Let’s get right to the list so you can fix that resume and start getting interviews!
Dates of employment more than 15 years ago
Including more than 10-15 years of work experience is unnecessary. Most recruiters and employers consider only the past 10 years of experience the most relevant when evaluating your candidacy.
An objective statement
In its traditional format an objective is extremely vague and tells the employer only what you hope to gain. It typically sounds something like this: To use my education and years of experience within an organization that offers growth and advancement opportunities. Extremely vague and useless!
Reason for leaving
The resume is not the time or place to discuss why you left your last position—or why you’re seeking a new one. This is better left for the interview.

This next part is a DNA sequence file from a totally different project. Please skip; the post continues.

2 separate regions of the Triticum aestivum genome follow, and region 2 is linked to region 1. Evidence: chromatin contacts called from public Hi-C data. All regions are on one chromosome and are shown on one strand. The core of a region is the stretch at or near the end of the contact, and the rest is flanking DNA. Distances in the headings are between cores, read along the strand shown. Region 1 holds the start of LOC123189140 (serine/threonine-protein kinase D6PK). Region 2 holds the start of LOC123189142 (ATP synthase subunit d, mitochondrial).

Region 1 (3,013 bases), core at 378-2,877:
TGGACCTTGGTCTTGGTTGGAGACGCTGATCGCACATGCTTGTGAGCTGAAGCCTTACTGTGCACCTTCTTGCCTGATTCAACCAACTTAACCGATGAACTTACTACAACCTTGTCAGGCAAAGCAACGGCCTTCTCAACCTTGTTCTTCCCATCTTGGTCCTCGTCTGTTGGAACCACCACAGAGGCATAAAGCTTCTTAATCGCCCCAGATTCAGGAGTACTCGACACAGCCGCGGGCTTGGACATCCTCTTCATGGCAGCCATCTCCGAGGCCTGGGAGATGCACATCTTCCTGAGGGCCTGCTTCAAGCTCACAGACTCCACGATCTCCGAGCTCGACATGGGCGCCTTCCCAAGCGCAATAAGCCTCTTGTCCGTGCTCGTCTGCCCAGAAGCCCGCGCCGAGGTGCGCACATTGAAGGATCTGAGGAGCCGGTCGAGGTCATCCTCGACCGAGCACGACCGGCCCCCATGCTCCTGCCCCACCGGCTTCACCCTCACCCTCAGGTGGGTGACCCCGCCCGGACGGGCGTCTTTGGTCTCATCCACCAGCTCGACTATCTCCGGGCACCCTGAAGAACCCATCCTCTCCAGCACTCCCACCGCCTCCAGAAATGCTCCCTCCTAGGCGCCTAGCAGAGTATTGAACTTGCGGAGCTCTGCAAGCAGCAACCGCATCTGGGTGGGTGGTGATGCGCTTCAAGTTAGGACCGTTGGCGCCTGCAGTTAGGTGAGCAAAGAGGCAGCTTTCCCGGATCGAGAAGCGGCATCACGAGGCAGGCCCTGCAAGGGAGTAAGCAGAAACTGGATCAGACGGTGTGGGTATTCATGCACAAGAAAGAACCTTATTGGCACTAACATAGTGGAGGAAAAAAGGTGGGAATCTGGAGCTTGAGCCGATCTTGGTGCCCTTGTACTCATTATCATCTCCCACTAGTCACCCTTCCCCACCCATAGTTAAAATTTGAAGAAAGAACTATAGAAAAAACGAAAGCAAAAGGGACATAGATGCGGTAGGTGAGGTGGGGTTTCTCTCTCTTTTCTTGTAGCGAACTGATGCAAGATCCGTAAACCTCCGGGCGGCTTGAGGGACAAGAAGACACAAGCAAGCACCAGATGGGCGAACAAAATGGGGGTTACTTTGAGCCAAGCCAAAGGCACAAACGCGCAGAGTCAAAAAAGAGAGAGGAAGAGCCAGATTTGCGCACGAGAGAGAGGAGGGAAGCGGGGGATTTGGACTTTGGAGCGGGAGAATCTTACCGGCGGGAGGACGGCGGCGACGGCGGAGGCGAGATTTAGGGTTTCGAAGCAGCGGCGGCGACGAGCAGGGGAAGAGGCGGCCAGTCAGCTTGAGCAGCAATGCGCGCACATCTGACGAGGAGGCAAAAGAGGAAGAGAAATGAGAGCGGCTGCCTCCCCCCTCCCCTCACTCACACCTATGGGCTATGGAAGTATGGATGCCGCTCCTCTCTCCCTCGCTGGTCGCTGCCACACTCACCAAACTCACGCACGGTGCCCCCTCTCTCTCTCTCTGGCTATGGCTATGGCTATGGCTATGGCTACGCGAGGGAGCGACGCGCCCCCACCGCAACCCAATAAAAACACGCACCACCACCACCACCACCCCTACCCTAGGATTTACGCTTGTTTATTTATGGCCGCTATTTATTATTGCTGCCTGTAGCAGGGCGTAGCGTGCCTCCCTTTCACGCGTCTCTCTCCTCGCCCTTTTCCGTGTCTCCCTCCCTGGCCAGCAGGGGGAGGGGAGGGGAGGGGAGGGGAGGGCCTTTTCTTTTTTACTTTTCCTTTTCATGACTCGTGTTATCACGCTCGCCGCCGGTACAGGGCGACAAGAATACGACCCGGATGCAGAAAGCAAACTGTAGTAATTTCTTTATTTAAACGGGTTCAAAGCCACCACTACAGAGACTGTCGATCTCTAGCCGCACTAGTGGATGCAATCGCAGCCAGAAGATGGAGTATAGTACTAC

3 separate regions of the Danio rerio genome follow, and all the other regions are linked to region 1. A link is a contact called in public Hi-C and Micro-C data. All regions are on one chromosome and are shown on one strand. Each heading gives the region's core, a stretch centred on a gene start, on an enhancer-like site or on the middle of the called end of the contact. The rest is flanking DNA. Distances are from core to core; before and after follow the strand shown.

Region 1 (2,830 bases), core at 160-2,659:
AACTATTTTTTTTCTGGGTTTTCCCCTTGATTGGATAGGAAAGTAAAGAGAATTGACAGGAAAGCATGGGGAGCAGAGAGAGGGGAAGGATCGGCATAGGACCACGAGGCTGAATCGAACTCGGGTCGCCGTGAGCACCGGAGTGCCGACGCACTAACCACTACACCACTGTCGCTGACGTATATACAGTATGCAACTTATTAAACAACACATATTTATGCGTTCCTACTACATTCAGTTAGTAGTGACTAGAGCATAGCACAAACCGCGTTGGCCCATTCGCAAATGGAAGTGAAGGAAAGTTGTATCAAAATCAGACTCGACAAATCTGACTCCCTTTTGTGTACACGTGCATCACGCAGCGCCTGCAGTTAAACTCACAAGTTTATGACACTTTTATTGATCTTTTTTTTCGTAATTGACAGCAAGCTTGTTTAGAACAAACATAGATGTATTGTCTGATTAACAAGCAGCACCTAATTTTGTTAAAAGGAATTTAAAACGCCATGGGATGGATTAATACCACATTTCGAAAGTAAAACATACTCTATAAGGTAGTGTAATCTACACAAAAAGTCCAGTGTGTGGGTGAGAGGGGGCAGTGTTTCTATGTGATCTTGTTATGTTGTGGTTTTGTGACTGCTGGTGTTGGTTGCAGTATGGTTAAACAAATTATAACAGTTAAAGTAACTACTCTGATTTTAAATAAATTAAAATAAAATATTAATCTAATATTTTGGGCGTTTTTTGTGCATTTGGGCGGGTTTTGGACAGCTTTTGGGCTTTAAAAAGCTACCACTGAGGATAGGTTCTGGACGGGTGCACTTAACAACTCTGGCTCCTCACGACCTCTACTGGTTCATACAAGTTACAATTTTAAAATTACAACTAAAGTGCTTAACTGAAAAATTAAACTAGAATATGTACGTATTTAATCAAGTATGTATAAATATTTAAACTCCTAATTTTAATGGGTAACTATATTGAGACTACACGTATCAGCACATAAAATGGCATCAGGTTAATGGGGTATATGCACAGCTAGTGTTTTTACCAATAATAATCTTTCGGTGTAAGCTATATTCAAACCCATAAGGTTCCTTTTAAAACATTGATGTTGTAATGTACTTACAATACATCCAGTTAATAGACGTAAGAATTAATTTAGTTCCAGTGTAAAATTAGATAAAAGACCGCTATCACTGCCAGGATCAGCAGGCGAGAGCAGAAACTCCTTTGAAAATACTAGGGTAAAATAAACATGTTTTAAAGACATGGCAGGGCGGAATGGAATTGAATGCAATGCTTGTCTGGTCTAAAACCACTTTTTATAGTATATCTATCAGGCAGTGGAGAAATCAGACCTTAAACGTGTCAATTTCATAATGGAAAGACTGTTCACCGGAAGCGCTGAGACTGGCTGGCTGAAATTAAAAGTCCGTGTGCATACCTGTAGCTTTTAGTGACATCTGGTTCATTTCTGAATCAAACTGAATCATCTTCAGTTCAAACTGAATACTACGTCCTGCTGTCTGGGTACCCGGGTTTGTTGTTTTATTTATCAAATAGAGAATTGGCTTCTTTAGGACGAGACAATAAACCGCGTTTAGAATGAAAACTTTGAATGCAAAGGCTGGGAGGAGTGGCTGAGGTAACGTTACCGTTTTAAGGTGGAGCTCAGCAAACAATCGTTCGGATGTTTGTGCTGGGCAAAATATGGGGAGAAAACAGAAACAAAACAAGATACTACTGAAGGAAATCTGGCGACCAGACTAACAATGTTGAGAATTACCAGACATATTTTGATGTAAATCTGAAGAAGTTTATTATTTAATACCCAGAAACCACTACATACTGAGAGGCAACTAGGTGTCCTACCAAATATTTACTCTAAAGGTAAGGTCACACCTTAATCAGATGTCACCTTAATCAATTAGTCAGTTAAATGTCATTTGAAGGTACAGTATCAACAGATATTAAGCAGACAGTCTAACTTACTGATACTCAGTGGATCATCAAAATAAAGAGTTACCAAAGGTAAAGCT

First- and third-person references
Resumes are correctly written in implied first-person without the “I” statements. So leave off any “I, me, and my” references or any “Mr. Smith” did this and that, and just state in an impactful way what you actually did.
Marriage status, birth date, social security number—all information that U.S.-based employers do NOT want to see. Leave it off the resume.
Most job seekers should never put a photo on their resume. HR has been trained by their legal departments for years that this can be a minefield for discrimination and should be avoided. That being said, in some careers it’s OK, and actually expected. Examples could include: entertainment industry (modeling, acting), broadcasting/journalism, real estate, and consulting/self-employment when marketing to potential clients.
Unless it was a 4.0 and you graduated within the last three years, I wouldn’t bother including it. Most employers won’t look for it or use it as a basis for an interview decision.
Responsible for/Duties included
The use of action verbs on your resume is much more effective and impactful. Avoid passive phrases—especially the two listed above—that sound more like a job description.